The Glen Historic District was listed on the National Register of Historic Places in 2001. Portions of the text were selected and adapted from a copy of the original nomination document. 
The Glen Historic District encompasses the core of a rural crossroads hamlet located near the geographic center of the town of Glen, Montgomery County. Glen is located atop a ridge four miles south of the Mohawk River. The topography surrounding the Glen Historic District consists of undulating hills that rise nearly 600 feet from the river valley to culminate at Glen. Land use in the immediate area is predominantly agricultural, with scattered residences and farmsteads set amidst croplands, pastures and wood lots. The boundaries of the Glen Historic District encompass a group of 26 principal properties containing 52 contributing residential, commercial, religious and agricultural buildings constructed during the period of significance (ca.1795-1900). The Glen Historic District also includes 2 contributing sites (the former community "pound lot" and the Glen-Edwards Store site). The center of the Glen Historic District is the intersection of two current New York State highways that follow the alignment of historic roads, Route 30A (Oak Ridge Road), a principal north-south artery, makes a sharp "S" bend near the center of the district. The east-west axis of the Glen Historic District is Route 161 (Mill Point Road), which extends along the ridge to the limits of the hamlet and intersects Route 30. West of this intersection, Route 161 becomes Logtown Road. The historic buildings located along both sides of Routes 30 and 161 and Logtown Road are sited on village lots generally landscaped with large shade trees. The boundaries of the Glen Historic District generally correspond to historic lot lines in the community and are drawn to encompass all properties that are contiguous, possess integrity and help to define the historic and architectural character of the Glen Historic District.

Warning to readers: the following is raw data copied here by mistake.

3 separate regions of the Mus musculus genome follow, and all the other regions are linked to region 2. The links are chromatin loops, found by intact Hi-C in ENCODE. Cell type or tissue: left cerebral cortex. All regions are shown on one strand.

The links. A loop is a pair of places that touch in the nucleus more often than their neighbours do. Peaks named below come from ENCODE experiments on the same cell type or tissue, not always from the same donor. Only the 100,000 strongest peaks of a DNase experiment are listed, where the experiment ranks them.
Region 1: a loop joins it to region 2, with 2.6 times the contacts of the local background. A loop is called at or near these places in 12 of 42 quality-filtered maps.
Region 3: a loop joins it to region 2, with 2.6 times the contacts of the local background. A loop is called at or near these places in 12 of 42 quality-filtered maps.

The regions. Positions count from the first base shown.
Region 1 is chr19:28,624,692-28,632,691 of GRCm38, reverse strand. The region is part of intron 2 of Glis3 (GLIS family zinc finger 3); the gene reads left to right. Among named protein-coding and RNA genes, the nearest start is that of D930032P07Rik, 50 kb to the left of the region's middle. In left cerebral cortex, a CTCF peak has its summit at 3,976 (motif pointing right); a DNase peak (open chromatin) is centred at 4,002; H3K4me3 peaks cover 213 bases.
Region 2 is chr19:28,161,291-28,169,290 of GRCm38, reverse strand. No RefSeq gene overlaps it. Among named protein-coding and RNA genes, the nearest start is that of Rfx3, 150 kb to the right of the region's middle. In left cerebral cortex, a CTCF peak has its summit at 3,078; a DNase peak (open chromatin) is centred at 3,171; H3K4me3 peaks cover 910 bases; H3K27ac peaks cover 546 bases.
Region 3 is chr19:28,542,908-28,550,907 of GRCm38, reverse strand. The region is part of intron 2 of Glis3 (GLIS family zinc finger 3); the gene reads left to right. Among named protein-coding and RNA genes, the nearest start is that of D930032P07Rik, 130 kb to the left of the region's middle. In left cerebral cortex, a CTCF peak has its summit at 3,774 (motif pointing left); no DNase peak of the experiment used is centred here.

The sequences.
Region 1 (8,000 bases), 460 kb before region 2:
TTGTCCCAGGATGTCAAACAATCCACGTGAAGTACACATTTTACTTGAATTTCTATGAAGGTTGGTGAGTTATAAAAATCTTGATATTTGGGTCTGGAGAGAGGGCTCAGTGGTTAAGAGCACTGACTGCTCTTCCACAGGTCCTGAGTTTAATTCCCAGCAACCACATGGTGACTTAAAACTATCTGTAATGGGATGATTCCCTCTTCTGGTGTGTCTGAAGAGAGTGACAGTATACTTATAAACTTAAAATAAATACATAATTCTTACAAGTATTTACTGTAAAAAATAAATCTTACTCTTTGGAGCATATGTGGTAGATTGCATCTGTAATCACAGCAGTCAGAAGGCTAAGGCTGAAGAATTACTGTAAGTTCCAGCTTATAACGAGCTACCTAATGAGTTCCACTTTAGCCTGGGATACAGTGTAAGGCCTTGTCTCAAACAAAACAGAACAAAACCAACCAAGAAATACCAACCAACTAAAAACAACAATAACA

The architectural character of the Glen Historic District derives from similarities in scale, massing, materials and setting among the principal contributing properties. The majority of buildings are 1 1/2 or 2 story, timber framed structures on fieldstone foundations, sheathed in board siding, covered by gable roofs. Three buildings constructed of locally manufactured brick are located within the district boundaries. Vernacular adaptations of Federal, Greek Revival, Italianate, Second Empire and mid/late Victorian pattern book styles are represented in the Glen Historic District, their design and decorative elements reflecting typical regional building practice spanning the period of significance. The buildings clustered at the center of the Glen Historic District around the principal intersection are the most architecturally significant: these include two large Federal style residences, a mid-nineteenth century general store and a distinguished, Second Empire style brick residence built in 1878. (A rare, Federal period brick commercial building formerly located at the road juncture was destroyed by fire in November, 2000.) The Glen Reformed Church, a brick Italianate style building of 1875, is a prominent visual element of the Mill Point Road streetscape. Other contributing features that attest to Glens historical development include a Federal period church hall (1831), a farm complex containing a rare, early nineteenth century Dutch barn, a board-and-batten, former Grange Hall (ca.1885) and a vernacular Greek Revival schoolhouse (1860).
The Glen Historic District is historically and architecturally significant as a substantially intact example of a crossroads community in rural Montgomery County as it evolved from the Federal period to the end of the nineteenth century. Consisting of 26 principal properties situated on village lots along three intersecting roads, the Glen Historic District reflects the settlement patterns, social and economic development and vernacular building practices that occurred in the hamlet of Glen from c.1795-1900. The period of significance spans the nineteenth century to include properties ranging from the settlement era to the decline in the community's economic importance by the turn of the century. The Glen Historic District encompasses residential, commercial, agricultural and religious properties that together illustrate the design, materials and decorative elements characteristic of the region's vernacular architecture during the period of significance. Situated astride three principal thoroughfares, Glen prospered for a time as a travellers' rest stop and a business and service center for the surrounding farming community. The Glen Historic District retains a high level of integrity, encompassing numerous rare and distinguished regional building types within its boundaries.